7. A conductive ink composition in accordance with claim 6 wherein the thiourea is 1-allyl-2-thiourea, 1-methyl-2-thiourea, thiourea and wherein each are present in the ink composition in amounts of between about 1 percent by weight to about 15 percent by weight.
8. A conductive ink composition in accordance with claim 1 wherein in the conductive mixture the alkyleneoxide compound is an oxyalkylene amide selected from the group consisting of (1) N,N′-(ethyleneoxy-ethyleneoxy-ethylene)-bis-stearamide; (2) N,N′-(ethyleneoxy-ethyleneoxy-ethylene oxy-ethylene)-bis-stearamide; (3) N,N′-(ethyleneoxy-ethyleneoxy-ethyleneoxy-ethyleneoxy-ethylene)-bis-stearamide; (4) N,N′-(propyleneoxy-propyleneoxy-propylene)-bis-stearamide; (5) N,N′-propyleneoxy-propyleneoxy-propyleneoxy-propylene-)-bis-stearamide, and (6) N,N′-propylene oxy-propyleneoxy-propyleneoxy-propyleneoxy-propylene)-bis-stearamide, present in the ink composition in amounts of between about 4 percent by weight to about 80 percent by weight.
9. A conductive ink composition in accordance with claim 1 wherein in the conductive mixture the alkyleneoxide containing compound is a poly(oxyalkylene)-alkylate selected from the group consisting of (1) N,N′-propyleneoxy-propyleneoxy-propyleneoxy-propyleneoxy-propylene)-acetate; (2) N,N′-(ethyleneoxy-ethyleneoxy-ethylene)-stearate; (3) N,N′-(ethyleneoxy-ethyleneoxy-ethyleneoxy-ethyleneoxy-ethylene)-stearate; (4) N,N′-(propyleneoxy-propyleneoxy-propylene)-stearate; (5) N,N′-(ethylene oxy-ethyleneoxy-ethylene)-laurate; (6) N,N′-(ethyleneoxy-ethyleneoxy-ethylene oxy-ethyleneoxy-ethylene)-laurate; (7) N,N′-(propyleneoxy-propyleneoxy-propylene)-laurate; (8) N,N′-propyleneoxy-propyleneoxy-propyleneoxy-propylene)-laurate, and (9) N,N′-propyleneoxy-propyleneoxy-propyleneoxy-propylene oxy -propylene)-laurate, present in the ink composition in amounts of between 4 percent by weight to about 80 percent by weight, per 100 percent by weight of said ink.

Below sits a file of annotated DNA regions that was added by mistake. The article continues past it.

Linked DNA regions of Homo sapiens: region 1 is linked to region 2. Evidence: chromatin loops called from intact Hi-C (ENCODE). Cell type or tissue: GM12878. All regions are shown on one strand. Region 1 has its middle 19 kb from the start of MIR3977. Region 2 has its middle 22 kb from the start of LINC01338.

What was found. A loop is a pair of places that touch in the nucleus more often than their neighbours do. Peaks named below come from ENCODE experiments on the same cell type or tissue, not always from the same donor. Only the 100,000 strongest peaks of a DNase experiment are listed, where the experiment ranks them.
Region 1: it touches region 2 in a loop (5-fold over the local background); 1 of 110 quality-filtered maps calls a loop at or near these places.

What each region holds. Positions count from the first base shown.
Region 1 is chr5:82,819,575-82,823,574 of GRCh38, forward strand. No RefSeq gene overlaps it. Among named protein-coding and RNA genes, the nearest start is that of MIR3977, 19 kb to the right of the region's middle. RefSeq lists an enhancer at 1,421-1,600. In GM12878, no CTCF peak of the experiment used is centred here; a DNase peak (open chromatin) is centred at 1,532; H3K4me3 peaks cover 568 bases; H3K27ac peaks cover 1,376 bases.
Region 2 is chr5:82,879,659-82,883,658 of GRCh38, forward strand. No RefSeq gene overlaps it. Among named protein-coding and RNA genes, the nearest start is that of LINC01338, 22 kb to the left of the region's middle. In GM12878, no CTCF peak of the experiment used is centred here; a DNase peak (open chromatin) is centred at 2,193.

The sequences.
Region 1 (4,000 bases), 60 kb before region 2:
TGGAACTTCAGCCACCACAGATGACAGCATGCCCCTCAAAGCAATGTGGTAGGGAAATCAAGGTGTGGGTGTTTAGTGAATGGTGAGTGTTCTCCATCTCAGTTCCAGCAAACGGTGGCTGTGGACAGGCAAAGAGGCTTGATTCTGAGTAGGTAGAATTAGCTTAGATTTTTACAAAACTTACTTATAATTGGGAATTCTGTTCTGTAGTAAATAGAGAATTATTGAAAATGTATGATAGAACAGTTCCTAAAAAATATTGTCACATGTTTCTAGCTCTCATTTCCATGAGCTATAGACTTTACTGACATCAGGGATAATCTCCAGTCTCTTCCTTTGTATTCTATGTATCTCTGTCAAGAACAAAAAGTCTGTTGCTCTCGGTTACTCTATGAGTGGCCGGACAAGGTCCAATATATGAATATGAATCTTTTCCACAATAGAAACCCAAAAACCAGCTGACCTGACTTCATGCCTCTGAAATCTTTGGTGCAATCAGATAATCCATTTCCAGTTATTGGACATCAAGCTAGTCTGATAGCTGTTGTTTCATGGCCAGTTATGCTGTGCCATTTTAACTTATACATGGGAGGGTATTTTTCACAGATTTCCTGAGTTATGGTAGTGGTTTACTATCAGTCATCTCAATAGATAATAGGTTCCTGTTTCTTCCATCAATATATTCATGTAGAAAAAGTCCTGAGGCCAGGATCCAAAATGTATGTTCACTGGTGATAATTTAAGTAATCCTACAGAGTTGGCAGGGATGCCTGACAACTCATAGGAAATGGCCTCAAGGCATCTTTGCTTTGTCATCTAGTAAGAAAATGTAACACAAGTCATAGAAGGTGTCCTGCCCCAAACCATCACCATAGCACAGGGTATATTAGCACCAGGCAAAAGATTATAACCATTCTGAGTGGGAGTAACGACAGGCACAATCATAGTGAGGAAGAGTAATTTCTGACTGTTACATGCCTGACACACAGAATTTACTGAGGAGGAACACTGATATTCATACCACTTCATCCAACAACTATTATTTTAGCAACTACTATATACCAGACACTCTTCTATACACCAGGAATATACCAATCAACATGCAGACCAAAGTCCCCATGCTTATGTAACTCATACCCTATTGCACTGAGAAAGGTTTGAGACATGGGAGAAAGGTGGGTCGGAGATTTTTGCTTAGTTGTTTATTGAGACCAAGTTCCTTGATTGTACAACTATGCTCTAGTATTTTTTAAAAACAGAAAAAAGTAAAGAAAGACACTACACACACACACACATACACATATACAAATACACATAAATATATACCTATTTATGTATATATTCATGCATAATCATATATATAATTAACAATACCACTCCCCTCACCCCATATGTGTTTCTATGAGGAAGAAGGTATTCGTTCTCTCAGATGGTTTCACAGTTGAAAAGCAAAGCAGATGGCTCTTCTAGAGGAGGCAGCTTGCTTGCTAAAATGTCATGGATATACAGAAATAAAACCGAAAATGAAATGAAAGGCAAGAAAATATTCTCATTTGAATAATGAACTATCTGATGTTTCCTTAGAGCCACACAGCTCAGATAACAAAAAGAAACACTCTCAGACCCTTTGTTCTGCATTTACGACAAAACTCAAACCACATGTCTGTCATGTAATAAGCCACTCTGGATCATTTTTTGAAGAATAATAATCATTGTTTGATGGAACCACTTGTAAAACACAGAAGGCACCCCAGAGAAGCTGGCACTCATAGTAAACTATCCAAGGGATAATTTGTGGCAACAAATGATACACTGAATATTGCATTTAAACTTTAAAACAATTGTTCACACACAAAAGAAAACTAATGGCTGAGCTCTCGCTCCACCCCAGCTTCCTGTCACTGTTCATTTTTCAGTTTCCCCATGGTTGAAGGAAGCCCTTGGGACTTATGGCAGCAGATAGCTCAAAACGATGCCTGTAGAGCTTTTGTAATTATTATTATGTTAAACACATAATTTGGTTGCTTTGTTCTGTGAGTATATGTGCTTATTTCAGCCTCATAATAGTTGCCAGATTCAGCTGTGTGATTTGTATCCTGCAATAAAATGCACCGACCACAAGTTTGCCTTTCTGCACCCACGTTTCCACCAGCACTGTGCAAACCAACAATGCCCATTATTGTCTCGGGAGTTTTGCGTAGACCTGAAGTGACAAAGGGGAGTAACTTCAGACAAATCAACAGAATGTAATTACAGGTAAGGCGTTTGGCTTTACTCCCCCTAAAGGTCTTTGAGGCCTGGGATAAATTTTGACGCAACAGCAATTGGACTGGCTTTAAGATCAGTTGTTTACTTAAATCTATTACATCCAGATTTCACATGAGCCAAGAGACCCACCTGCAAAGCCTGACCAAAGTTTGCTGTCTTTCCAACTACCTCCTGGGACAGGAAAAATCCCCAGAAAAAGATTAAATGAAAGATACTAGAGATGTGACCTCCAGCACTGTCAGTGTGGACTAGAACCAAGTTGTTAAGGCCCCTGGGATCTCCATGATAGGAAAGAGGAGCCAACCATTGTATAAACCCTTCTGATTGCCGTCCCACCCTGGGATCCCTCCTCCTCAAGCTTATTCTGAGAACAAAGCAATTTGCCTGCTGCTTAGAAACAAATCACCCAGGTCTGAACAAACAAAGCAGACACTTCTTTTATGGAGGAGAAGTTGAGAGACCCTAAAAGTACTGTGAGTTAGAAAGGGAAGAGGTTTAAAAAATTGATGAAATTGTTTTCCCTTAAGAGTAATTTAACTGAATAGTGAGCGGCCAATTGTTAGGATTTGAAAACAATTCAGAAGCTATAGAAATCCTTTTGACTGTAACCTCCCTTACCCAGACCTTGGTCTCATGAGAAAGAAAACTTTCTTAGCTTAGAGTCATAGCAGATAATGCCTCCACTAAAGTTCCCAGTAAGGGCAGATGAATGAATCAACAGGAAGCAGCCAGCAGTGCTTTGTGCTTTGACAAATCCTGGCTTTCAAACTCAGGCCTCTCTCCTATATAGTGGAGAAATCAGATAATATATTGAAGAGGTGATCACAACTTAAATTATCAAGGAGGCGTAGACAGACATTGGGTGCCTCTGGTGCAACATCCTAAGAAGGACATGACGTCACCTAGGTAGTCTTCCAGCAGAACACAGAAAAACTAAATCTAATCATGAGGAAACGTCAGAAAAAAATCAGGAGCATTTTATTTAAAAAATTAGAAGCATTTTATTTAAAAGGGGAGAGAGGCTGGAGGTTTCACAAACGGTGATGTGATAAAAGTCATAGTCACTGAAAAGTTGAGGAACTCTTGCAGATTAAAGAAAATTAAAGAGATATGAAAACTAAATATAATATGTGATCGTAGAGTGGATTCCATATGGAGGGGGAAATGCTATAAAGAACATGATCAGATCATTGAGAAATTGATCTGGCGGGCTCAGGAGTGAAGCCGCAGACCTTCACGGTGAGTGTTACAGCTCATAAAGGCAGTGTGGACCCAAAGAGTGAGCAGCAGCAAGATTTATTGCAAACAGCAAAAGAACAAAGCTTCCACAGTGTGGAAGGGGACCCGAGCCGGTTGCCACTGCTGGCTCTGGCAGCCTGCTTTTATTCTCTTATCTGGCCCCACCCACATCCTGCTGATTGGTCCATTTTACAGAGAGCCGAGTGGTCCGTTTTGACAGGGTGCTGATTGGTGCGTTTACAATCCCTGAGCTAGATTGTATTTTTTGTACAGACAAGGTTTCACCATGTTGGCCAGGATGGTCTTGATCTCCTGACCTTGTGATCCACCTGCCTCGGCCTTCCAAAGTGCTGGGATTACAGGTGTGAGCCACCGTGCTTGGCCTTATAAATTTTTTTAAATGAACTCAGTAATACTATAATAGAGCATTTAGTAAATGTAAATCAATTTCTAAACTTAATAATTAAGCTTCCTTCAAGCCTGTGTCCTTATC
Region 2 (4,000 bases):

10. A conductive ink composition in accordance with claim 1 wherein in the conductive mixture the alkyleneoxide containing compound is a poly(oxyalkylene)-dialkylate selected from the group consisting of (1) N,N′-(ethyleneoxy-ethylene oxy-ethylene)-diacetate; (2) N,N′-propyleneoxy-propyleneoxy-propyleneoxy-propylene)-diacetate; (3) N,N′-propyleneoxy-propyleneoxy-propylene oxy-propyleneoxy-propylene)-diacetate; (4) N,N′-(ethyleneoxy-ethyleneoxy-ethylene)-distearate; (5) N,N′-(propyleneoxy-propyleneoxy-propylene)-distearate; (6) N,N′-propyleneoxy-propyleneoxy-propyleneoxy-propyleneoxy-propylene)-distearate; (7) N,N′-(ethyleneoxy-ethyleneoxy-ethyleneoxy-ethyleneoxy-ethylene)-dilaurate; (8) N,N′-(propyleneoxy-propyleneoxy-propylene)-dilaurate; (9) N,N′-propyleneoxy-propyleneoxy-propylene oxy-propylene)-dilaurate, and (10) N,N′-propyleneoxy-propyleneoxy-propyleneoxy-propyleneoxy-propylene)-dilaurate, present in the ink composition in amounts of between 4 percent by weight to about 80 percent by weight, per 100 percent by weight of said ink.
11. A conductive ink composition in accordance with claim 1 wherein in the conductive mixture the alkyleneoxide containing compound is selected from the group consisting of (1) methyl 3,6-dioxaheptanoate; (2) butyl 3,6-dioxaheptanoate heptyl 3,6-dioxaheptanoate; (3) octyl 3,6-dioxaheptanoate; (4) dodecyl 3,6-dioxaheptanoate; (5) stearyl 3,6-dioxaheptanoate; (6) ethyl 3,6,9-trioxadecanoate; (7) neopentyl 3,6,9-trioxadecanoate; (8) nonyl 3,6,9-trioxadecanoate; (9) decyl 3,6,9-trioxadecanoate, and (10) stearyl 3,6,9-trioxadecanoate, present in the ink composition in amounts of between about 4 percent by weight to about 80 percent by weight, per 100 percent by weight of said ink.